#4 Fight Back
Finally, let’s discuss the fourth step in how to beat cancer. The fourth step is to fight back. Brittany stated, “I feel like a victim. How do I fight back against this thing?” I stated, “Keep asking questions throughout treatment and don’t take anything for granted. Make sure that you have a doctor, a hospital, and a treatment plan you feel confident in. Don’t just take someone else’s recommendations on trust.” The next question Brittany asked is somewhat common. She asked, “What if I start becoming one of those obnoxious patients doctors hate to deal with?” How might you have responded to Brittany?
I replied, “Don’t worry about being a pest. Experience shows that clients who are not intimidated by their disease are the ones most likely to get better. And don’t think solely in terms of medical treatment. You may also need help with family, financial and spiritual issues. Above all, however, work at keeping your sense of humor. Every day, if possible, look for a little pleasure and enjoyment to offset the hours consumed by treatment.” Think of your Brittany. How might your client benefit from these four steps regarding how to beat cancer?
On this track we discussed how to beat cancer. The information on this track is from the City of Hope. I find that clients coping with cancer can benefit from the four steps to beating cancer. The four steps are confront fears, take charge, know options, and fight back.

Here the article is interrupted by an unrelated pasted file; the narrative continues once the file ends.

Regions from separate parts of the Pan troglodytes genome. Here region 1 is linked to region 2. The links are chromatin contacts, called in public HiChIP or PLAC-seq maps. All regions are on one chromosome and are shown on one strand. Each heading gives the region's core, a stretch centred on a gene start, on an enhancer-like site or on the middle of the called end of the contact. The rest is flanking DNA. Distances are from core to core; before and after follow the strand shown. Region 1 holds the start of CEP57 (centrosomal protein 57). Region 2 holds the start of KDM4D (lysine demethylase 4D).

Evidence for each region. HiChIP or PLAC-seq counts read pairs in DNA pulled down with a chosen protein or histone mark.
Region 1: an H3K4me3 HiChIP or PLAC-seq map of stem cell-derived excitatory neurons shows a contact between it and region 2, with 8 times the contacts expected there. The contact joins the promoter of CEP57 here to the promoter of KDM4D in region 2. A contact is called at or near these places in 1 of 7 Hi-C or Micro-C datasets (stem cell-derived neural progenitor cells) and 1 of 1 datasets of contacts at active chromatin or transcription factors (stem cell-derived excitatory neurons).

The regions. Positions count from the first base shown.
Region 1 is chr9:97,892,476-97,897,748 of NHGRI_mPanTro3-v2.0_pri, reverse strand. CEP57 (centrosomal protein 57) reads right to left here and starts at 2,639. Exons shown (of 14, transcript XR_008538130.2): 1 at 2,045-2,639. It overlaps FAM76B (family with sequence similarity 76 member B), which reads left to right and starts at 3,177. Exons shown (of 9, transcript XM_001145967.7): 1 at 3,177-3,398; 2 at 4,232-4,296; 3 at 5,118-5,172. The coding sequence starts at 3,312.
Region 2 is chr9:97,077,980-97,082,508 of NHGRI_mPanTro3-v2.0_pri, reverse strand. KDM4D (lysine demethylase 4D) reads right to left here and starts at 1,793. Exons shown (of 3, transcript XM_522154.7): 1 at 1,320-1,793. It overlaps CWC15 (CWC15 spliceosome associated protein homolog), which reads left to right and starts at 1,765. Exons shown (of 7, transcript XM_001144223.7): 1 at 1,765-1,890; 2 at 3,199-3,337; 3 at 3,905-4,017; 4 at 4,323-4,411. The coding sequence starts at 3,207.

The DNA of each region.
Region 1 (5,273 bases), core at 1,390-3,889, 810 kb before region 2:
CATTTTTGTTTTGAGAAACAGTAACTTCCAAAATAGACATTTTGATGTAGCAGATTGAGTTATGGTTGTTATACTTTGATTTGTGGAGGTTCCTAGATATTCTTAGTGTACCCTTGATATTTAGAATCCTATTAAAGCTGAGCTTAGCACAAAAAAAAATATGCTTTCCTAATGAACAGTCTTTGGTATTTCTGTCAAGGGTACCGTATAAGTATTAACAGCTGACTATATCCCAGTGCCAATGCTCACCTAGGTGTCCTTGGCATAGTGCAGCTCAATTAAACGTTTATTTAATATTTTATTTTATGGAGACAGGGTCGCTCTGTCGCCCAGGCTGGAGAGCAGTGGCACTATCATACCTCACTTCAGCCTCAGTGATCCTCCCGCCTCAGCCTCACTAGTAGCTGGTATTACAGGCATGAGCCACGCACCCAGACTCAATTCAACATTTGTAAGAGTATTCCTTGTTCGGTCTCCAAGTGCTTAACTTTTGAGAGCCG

On the next track we will discuss taking charge. I use four steps in my practice to help clients take charge. The four steps to taking charge are defining the team leader, avoiding the surrender of leadership, using visualization to take charge, and evaluation and substitution.
Peer-Reviewed Journal Article References:
Desautels, C., Savard, J., Ivers, H., Savard, M.-H., & Caplette-Gingras, A. (2018). Treatment of depressive symptoms in patients with breast cancer: A randomized controlled trial comparing cognitive therapy and bright light therapy. Health Psychology, 37(1), 1–13.
Foley, E., Baillie, A., Huxter, M., Price, M., & Sinclair, E. (2010). Mindfulness-based cognitive therapy for individuals whose lives have been affected by cancer: A randomized controlled trial. Journal of Consulting and Clinical Psychology, 78(1), 72–79.
Online Continuing Education QUESTION 4
Gudenkauf, L. M., Antoni, M. H., Stagl, J. M., Lechner, S. C., Jutagir, D. R., Bouchard, L. C., Blomberg, B. B., Glück, S., Derhagopian, R. P., Giron, G. L., Avisar, E., Torres-Salichs, M. A., & Carver, C. S. (2015).
Brief cognitive–behavioral and relaxation training interventions for breast cancer: A randomized controlled trial. Journal of Consulting and Clinical Psychology, 83
Steffen, L. E., Vowles, K. E., Smith, B. W., Gan, G. N., & Edelman, M. J. (2018). Daily diary study of hope, stigma, and functioning in lung cancer patients. Health Psychology, 37
Trudel-Fitzgerald, C., Tworoger, S. S., Poole, E. M., Zhang, X., Giovannucci, E. L., Meyerhardt, J. A., & Kubzansky, L. D. (2018). Psychological symptoms and subsequent healthy lifestyle after a colorectal cancer diagnosis. Health Psychology, 37(3), 207–217.
What are four steps to beating cancer?